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Former top Bank of England official calls Brexit economists 'charlatans and crackpots'

Tom Belger
Finance and policy reporter
David Blanchflower, professor of Economics at Dartmouth College. Photog: Jin Lee/Bloomberg for Getty Images

A former top official at the Bank of England has claimed most economists’ work is irrelevant, and said it allowed “charlatans and crack pots” to fill their place in the debate over issues like Brexit.

Danny Blanchflower tweeted that it was “hard to see the relevance of most of economics”, saying 95% of papers he saw were on subjects that few people cared about or which “failed to make the world better.”

Blanchflower then told Yahoo Finance UK the profession was too focused on publishing in major but not widely read journals, rather than seeking to answer critical questions.

The economist, a former member of the Monetary Policy Committee which sets UK interest rates, said economics’ reputation suffered as a result of its failure to predict the financial crisis, partly because it had been dominated by “third-rate mathematicians who knew nothing about the real world.”

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Many economists had begun to use more empirical rather than theoretical work, he added, but were using narrow experimental methods which “precisely answer narrow questions that nobody cares about very much.”

He said: “My view is that economics has lost its way. I did some work looking at the top five journals and ten years later most papers are hardly cited, and especially so in theory.  

“As a policy maker I look at the papers that are published weekly and say to myself, ‘Who is this aimed at, which policy maker in the world cares and how would this improve the human condition one jot?’  The vast majority fail these tests.”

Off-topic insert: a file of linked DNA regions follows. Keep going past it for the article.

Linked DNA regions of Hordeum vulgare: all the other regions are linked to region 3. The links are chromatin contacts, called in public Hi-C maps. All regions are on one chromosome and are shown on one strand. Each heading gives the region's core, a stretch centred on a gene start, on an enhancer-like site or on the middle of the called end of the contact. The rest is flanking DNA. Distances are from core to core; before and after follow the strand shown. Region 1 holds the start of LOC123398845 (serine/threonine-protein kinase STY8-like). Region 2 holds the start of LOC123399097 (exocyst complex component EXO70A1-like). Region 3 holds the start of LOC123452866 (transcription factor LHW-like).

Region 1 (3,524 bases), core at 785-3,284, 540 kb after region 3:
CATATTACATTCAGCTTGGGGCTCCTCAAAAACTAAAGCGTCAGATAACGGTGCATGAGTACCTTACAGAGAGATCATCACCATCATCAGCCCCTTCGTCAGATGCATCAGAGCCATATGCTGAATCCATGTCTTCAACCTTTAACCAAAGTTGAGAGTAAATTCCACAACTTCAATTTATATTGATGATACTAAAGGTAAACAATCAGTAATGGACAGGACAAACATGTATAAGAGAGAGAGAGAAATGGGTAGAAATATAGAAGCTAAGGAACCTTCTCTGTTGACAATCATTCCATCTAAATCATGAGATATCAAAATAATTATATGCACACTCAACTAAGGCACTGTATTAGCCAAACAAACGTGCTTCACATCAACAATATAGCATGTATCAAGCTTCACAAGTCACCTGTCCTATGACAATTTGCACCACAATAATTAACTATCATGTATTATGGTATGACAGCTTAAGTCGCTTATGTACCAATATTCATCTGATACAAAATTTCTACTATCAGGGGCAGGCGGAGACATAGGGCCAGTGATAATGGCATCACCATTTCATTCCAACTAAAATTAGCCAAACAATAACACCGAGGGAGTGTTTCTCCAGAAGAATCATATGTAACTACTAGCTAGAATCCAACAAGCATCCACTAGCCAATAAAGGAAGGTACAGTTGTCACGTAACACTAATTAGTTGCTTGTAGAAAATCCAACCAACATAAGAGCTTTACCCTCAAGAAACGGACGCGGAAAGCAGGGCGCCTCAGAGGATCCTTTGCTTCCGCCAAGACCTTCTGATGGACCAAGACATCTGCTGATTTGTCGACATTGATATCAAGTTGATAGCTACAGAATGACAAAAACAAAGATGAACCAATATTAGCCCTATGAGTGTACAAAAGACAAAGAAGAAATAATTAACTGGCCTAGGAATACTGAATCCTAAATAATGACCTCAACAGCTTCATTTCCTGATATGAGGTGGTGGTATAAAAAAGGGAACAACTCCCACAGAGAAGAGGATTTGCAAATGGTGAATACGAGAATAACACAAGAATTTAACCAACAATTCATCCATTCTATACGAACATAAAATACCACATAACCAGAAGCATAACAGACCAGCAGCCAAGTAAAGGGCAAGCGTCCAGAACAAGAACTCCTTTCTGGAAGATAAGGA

“This leaves the major issues of the day, especially in macro-economics, open to charlatans and fools. A good example in the UK is some of the economists supporting Brexit, who are a bunch of charlatans and crackpots,” he said.

It is not the first time economists in favour of Brexit have come under fire, with the Economists for Brexit group accused of publishing a “doubly misleading” study last year.

Their report was the only economic model to show material benefits from a no-deal Brexit, but the modelling used was condemned by several leading economists.

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But mainstream economists have also drawn increased criticism over the past decade since the financial crisis, though heavy attacks from former influential government figures like Blanchflower are less common.

In 2016, the Conservative MP Michael Gove, now environment minister, refused to name any economists who had endorsed Brexit, famously claiming that “people in this country have had enough of experts”. 

US president Donald Trump also allegedly considered sacking Chair of the Federal Reserve Jerome Powell, who he appointed in February 2018, as the S&P 500 entered a bear market last week.

Extra reporting by Alex Netherton.

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